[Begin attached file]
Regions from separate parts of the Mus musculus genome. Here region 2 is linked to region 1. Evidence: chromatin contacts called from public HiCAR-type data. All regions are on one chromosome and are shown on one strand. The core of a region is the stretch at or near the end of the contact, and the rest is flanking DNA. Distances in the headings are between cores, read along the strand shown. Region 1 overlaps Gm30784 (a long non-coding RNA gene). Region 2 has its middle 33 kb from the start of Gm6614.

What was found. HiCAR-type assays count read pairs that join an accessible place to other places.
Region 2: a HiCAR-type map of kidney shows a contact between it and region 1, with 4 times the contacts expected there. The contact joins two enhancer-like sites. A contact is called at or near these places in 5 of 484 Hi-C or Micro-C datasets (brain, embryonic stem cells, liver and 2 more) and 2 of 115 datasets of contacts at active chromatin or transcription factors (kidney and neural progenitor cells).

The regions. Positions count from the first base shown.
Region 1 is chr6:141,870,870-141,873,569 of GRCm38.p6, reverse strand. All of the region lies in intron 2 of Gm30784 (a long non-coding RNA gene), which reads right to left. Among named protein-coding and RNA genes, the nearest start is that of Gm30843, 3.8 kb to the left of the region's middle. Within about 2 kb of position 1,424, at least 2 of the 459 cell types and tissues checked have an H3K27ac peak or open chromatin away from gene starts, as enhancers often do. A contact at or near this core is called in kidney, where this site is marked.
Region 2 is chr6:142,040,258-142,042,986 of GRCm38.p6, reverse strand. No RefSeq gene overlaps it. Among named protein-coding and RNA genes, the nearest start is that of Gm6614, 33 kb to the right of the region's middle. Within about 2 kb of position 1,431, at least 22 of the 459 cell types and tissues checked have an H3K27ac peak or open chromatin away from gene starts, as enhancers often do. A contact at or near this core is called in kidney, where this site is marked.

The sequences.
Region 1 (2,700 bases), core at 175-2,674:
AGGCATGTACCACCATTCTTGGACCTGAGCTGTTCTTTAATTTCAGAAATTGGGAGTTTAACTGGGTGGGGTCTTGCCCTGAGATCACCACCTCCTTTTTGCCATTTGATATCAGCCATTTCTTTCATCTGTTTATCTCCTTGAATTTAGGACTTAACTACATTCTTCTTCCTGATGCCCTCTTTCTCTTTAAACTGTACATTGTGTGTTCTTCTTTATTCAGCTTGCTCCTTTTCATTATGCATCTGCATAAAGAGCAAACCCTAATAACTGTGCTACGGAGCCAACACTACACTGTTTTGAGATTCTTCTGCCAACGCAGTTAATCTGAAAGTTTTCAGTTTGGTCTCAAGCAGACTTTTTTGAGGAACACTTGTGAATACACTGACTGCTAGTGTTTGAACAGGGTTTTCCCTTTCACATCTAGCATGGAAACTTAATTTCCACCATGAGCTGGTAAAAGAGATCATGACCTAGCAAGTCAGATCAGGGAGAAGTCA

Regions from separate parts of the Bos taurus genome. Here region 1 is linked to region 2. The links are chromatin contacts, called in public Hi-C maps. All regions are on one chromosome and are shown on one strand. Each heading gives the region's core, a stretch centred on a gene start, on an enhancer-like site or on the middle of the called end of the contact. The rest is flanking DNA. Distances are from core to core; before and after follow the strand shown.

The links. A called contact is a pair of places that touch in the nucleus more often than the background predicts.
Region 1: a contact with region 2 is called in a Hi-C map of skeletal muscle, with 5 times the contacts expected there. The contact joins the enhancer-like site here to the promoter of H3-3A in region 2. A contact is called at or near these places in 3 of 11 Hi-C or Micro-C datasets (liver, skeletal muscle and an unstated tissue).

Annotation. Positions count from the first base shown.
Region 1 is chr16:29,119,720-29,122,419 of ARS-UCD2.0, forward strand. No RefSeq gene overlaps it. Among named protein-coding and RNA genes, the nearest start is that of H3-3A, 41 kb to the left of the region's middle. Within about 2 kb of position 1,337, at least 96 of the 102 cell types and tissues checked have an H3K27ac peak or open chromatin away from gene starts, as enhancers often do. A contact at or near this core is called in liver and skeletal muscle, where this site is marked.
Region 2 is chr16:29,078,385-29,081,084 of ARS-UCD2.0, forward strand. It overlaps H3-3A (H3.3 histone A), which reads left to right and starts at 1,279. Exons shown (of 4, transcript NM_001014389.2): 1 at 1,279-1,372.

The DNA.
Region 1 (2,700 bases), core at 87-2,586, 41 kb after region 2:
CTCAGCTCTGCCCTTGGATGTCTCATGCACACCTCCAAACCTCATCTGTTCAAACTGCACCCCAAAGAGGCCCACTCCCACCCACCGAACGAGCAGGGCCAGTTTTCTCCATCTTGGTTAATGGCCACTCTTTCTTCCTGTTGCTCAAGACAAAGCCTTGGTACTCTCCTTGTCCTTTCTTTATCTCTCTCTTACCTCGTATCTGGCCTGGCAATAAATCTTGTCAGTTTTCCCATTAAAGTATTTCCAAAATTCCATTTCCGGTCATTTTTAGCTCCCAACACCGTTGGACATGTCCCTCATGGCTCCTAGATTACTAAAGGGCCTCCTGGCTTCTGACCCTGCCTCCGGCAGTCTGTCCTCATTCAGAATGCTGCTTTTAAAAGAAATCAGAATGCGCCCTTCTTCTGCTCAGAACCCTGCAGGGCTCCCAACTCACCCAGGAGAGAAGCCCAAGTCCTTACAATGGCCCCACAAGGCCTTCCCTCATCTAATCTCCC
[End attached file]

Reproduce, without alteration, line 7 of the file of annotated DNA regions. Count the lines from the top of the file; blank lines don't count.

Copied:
The sequences.